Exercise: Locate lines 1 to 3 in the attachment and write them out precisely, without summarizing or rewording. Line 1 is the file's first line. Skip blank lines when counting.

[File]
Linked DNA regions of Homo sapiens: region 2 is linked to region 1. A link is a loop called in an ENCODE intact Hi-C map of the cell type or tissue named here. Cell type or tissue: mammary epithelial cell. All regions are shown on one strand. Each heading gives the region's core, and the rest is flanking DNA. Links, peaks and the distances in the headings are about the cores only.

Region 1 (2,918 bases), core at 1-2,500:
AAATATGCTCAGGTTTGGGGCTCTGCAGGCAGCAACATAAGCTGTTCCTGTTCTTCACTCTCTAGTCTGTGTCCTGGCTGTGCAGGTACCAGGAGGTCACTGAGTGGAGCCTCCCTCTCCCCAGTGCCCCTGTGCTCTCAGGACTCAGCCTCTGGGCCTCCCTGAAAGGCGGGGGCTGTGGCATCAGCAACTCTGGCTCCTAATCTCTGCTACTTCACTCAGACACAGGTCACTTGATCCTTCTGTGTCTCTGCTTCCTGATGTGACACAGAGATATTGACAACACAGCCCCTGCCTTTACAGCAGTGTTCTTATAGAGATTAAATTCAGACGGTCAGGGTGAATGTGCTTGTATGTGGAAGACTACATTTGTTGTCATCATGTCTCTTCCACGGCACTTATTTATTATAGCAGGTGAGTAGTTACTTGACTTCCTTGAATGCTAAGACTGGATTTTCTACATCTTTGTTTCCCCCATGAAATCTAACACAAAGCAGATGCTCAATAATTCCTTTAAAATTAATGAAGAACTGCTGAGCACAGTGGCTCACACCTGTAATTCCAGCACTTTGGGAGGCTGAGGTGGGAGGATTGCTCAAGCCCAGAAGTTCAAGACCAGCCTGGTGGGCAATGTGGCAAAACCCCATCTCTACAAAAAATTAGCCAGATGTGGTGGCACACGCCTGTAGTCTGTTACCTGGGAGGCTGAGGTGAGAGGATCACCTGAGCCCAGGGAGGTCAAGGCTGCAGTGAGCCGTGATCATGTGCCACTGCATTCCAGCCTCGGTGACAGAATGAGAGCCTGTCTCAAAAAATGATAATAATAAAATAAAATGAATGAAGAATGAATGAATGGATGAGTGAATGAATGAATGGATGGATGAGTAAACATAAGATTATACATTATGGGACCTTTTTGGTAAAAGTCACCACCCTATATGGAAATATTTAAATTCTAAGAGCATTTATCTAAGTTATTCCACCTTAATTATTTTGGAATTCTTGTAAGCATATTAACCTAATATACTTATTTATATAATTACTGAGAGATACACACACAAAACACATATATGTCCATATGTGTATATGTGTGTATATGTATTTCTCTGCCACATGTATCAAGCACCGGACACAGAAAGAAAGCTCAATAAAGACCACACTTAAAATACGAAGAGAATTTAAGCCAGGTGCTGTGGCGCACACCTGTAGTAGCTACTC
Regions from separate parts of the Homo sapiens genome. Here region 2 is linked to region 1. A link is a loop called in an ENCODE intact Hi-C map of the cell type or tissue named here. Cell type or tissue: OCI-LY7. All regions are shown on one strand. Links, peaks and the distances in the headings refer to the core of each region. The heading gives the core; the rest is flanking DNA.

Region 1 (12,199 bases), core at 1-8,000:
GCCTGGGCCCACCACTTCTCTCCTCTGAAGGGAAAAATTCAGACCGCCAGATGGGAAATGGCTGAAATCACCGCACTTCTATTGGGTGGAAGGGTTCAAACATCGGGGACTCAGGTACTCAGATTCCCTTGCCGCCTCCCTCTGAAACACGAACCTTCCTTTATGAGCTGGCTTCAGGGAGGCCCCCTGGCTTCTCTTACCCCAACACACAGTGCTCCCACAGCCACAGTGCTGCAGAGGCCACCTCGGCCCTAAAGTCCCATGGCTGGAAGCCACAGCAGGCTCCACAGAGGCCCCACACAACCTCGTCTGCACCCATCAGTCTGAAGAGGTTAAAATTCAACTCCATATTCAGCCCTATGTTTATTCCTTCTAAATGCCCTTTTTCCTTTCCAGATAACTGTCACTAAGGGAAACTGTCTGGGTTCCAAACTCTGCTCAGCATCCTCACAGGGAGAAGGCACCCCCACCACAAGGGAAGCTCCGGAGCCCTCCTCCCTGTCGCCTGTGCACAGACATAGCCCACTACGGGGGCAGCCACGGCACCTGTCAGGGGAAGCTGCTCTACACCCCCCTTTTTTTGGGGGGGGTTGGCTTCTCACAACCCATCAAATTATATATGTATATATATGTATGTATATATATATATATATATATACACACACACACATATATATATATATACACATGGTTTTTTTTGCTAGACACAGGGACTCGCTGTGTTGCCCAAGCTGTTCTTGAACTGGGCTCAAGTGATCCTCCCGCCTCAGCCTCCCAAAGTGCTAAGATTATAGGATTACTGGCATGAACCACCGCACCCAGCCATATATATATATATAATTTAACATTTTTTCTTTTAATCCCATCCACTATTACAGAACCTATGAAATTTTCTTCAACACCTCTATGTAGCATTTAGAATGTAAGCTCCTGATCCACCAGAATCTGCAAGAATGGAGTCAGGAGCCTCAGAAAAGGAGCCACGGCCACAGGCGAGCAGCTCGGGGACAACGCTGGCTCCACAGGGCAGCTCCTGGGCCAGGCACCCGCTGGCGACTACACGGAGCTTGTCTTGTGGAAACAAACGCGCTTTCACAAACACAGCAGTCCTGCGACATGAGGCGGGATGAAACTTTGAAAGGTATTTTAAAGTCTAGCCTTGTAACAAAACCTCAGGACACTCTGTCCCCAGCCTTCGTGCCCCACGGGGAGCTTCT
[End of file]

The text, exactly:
Linked DNA regions of Homo sapiens: region 2 is linked to region 1. A link is a loop called in an ENCODE intact Hi-C map of the cell type or tissue named here. Cell type or tissue: mammary epithelial cell. All regions are shown on one strand. Each heading gives the region's core, and the rest is flanking DNA. Links, peaks and the distances in the headings are about the cores only.

Region 1 (2,918 bases), core at 1-2,500:
AAATATGCTCAGGTTTGGGGCTCTGCAGGCAGCAACATAAGCTGTTCCTGTTCTTCACTCTCTAGTCTGTGTCCTGGCTGTGCAGGTACCAGGAGGTCACTGAGTGGAGCCTCCCTCTCCCCAGTGCCCCTGTGCTCTCAGGACTCAGCCTCTGGGCCTCCCTGAAAGGCGGGGGCTGTGGCATCAGCAACTCTGGCTCCTAATCTCTGCTACTTCACTCAGACACAGGTCACTTGATCCTTCTGTGTCTCTGCTTCCTGATGTGACACAGAGATATTGACAACACAGCCCCTGCCTTTACAGCAGTGTTCTTATAGAGATTAAATTCAGACGGTCAGGGTGAATGTGCTTGTATGTGGAAGACTACATTTGTTGTCATCATGTCTCTTCCACGGCACTTATTTATTATAGCAGGTGAGTAGTTACTTGACTTCCTTGAATGCTAAGACTGGATTTTCTACATCTTTGTTTCCCCCATGAAATCTAACACAAAGCAGATGCTCAATAATTCCTTTAAAATTAATGAAGAACTGCTGAGCACAGTGGCTCACACCTGTAATTCCAGCACTTTGGGAGGCTGAGGTGGGAGGATTGCTCAAGCCCAGAAGTTCAAGACCAGCCTGGTGGGCAATGTGGCAAAACCCCATCTCTACAAAAAATTAGCCAGATGTGGTGGCACACGCCTGTAGTCTGTTACCTGGGAGGCTGAGGTGAGAGGATCACCTGAGCCCAGGGAGGTCAAGGCTGCAGTGAGCCGTGATCATGTGCCACTGCATTCCAGCCTCGGTGACAGAATGAGAGCCTGTCTCAAAAAATGATAATAATAAAATAAAATGAATGAAGAATGAATGAATGGATGAGTGAATGAATGAATGGATGGATGAGTAAACATAAGATTATACATTATGGGACCTTTTTGGTAAAAGTCACCACCCTATATGGAAATATTTAAATTCTAAGAGCATTTATCTAAGTTATTCCACCTTAATTATTTTGGAATTCTTGTAAGCATATTAACCTAATATACTTATTTATATAATTACTGAGAGATACACACACAAAACACATATATGTCCATATGTGTATATGTGTGTATATGTATTTCTCTGCCACATGTATCAAGCACCGGACACAGAAAGAAAGCTCAATAAAGACCACACTTAAAATACGAAGAGAATTTAAGCCAGGTGCTGTGGCGCACACCTGTAGTAGCTACTC